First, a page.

I just got the notes on my second manuscript back from Maz, my favorite test reader (she’s my fave cause she says nice things without asking for a bribe). I’m 40,000 words into my third book, so I’d forgotten all about that last one. It was amazing, flicking through 300 pages that I barely remembered writing (it’s not because I was Hemingway-intoxicated the whole time, I simply tend to focus on the present and forget the past until it makes an appearance).
Maz said, we (can’t forget to mention my co-writer husband) had “gained much more confidence as writers…. The writing felt freer and flowed a bit more naturally. I also got the sense you were having more fun with the whole process.” A reader can see all that in a book? Yikes! It feels like my soul really is laid bare, and I’m beginning to understand J.D. Salinger’s desire to hide his manuscripts in a cupboard somewhere.
That last manuscript was tons of fun to write, with a sassy heroine uncovering a mystery in a fantasy setting of my own devising. It makes me worry a bit about my current WIP, though. I’ve tried to push myself further, and sometimes I’m nervous about being able to meet my own expectations. I hope that won’t translate into writing that makes it seem I’m trying too hard? I don’t want the prose to feel forced, but I want to do the best I can to achieve that gleaming vision of the perfect book I see in my head.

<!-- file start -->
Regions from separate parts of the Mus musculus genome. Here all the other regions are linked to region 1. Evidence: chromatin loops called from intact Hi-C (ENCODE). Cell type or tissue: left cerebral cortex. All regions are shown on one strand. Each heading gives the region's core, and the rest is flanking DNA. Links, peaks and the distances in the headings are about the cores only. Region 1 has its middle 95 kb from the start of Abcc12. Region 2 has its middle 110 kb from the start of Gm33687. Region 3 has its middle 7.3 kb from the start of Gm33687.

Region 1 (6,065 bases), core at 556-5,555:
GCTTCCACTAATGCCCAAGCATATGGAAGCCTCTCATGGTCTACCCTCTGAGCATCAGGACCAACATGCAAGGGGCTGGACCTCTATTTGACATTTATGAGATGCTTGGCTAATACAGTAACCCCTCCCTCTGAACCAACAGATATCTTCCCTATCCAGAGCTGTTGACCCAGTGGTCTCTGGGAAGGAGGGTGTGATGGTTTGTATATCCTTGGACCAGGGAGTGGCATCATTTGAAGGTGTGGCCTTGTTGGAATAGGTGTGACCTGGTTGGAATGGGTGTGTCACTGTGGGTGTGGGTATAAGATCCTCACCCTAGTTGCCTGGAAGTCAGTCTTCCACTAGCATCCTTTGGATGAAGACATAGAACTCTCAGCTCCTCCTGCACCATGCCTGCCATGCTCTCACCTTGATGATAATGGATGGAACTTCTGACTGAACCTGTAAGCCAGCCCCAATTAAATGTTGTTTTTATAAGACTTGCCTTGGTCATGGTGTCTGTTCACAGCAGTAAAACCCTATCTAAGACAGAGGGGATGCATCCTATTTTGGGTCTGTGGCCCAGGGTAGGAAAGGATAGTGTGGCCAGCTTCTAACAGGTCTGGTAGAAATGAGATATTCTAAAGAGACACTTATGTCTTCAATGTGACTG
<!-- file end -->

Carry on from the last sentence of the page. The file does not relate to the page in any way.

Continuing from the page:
When someone gets published (I don’t like to say ‘if’), they’ve often written five or six books before that. Or so I’ve read. Of course, there are some lucky people that make it their first time out. I’m beginning to think it’s all about confidence and finding your voice as a writer. Some do that quicker than others.
How about you? How many manuscripts do you have stashed away? How many did it take you to get published? If you’re unpublished, like me, have you found your voice yet? Do you feel confident and does that come out in your prose?
Thanks for reading! More posts on books, film, and writing can be found on my website at Lorel Clayton Author.